August 20, 2012
Although we’ve never become a truly paperless society, we all have an incredible amount of information stored digitally in a variety of locations. Gigabytes of both personal and business information are on our computer hard dives, backup drives, servers and in the “Cloud.” Of course, we’re secure in the knowledge that our most sensitive data can only be accessed via a secret password. But how safe are those passwords?
Fact is, the incidents of identity theft and corporate espionage are increasing, and recovering from such events can be extremely costly and time-consuming. So security experts suggest that we take a hard look at the passwords we use and how well we protect them.
First, cyber criminals are adept at piecing together bits of personal information to discover passwords, so you should stay away from using birthdates, phone numbers, anniversary dates, your name or initials, family member’s names, and even your pet’s name as part of your passwords. Date of birth, for example, is easily found through public records. But how do they know where you were born? Consider the information you may have posted on your business Web site, LinkedIn, Facebook or other social sites. For many of us, all of the clues are on the Internet in one place or another.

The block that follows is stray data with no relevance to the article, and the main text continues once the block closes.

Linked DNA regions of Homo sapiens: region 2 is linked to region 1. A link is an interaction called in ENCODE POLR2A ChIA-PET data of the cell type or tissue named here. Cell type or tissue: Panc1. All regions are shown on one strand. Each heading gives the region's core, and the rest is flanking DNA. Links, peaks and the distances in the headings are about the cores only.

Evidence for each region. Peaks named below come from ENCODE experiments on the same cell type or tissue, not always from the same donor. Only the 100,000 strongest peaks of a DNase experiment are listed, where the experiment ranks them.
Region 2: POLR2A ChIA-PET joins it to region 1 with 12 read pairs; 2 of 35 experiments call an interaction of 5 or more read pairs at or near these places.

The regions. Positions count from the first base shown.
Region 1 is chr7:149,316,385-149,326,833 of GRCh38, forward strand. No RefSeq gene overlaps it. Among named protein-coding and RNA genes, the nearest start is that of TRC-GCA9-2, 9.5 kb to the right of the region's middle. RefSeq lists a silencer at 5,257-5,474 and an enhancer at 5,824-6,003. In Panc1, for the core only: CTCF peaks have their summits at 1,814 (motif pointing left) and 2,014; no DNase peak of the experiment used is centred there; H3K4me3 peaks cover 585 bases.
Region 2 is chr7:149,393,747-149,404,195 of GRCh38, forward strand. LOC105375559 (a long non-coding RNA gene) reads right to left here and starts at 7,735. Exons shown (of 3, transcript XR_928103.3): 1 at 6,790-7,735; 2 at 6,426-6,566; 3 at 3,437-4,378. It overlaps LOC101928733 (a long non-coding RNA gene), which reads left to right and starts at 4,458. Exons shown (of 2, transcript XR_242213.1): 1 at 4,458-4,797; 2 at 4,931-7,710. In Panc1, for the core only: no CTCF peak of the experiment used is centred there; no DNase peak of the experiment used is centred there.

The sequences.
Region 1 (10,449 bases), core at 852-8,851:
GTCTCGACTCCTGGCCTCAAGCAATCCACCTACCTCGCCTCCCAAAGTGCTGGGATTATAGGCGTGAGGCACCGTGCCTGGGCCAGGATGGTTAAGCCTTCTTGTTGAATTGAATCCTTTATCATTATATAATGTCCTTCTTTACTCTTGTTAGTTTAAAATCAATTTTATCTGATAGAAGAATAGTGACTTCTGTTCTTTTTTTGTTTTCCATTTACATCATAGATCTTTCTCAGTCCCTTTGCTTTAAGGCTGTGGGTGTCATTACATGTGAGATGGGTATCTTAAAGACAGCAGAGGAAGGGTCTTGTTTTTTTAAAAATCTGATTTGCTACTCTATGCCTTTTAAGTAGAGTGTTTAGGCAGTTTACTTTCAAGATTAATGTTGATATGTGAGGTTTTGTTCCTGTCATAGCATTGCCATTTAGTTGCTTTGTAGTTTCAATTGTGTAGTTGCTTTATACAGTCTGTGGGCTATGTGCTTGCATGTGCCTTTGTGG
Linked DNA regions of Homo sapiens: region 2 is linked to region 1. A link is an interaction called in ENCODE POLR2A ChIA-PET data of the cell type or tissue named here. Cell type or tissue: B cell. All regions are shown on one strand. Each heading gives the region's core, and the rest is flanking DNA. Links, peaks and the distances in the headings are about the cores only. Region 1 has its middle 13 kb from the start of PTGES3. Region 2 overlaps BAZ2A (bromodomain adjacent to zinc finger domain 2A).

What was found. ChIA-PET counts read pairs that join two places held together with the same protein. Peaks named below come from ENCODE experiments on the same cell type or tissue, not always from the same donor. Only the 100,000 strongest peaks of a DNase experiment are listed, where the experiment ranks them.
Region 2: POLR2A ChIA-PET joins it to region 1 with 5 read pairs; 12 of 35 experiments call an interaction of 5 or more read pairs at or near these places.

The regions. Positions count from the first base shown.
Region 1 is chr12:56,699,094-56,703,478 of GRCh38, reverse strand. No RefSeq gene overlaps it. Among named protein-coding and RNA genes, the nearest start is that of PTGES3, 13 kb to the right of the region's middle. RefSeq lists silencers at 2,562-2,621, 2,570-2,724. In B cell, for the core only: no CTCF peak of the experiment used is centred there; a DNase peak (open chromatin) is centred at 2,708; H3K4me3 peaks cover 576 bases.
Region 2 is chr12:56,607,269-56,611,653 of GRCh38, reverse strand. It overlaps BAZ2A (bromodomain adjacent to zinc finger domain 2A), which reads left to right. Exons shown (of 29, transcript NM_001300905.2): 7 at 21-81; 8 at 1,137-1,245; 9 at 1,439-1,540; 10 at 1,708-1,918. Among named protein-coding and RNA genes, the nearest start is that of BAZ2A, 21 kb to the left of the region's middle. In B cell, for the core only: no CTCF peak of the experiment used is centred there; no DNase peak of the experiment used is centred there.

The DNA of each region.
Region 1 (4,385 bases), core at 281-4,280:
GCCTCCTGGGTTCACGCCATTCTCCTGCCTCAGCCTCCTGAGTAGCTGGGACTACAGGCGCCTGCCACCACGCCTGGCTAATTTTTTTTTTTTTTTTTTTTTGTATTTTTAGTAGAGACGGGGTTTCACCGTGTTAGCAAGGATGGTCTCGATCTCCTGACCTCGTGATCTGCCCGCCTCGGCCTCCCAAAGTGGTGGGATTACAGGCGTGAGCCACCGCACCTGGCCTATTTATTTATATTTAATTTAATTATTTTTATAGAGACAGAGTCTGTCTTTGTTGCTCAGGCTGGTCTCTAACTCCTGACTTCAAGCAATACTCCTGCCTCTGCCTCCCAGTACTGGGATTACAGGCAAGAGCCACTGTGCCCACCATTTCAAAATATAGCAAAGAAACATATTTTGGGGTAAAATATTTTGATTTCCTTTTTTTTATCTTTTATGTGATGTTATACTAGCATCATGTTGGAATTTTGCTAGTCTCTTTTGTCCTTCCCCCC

To help thwart the bad guys, make your passwords more complex. Instead of a simple word or word/number combination, create passwords or pass phrases that include letters, numbers and other characters such as !#$%^&. Some password protected sites and programs also allow you to use combinations of upper and lower case letters.
Additionally, it’s a good idea to use unique passwords wherever sensitive data is stored. Using the same password over and over increases the likelihood that you’ve handed over the keys to the kingdom to a hacker who successfully breaks your code. This, of course, means you have to keep track of a large number of passwords, which can be a problem. Fortunately, there are a number of password manager applications that enable you to place all of your passwords into an encrypted database that you can access via your computer or mobile devices.
Keeping your passwords secure takes a bit of effort, to be sure. But the payback is potential savings of time and money along with greater peace of mind.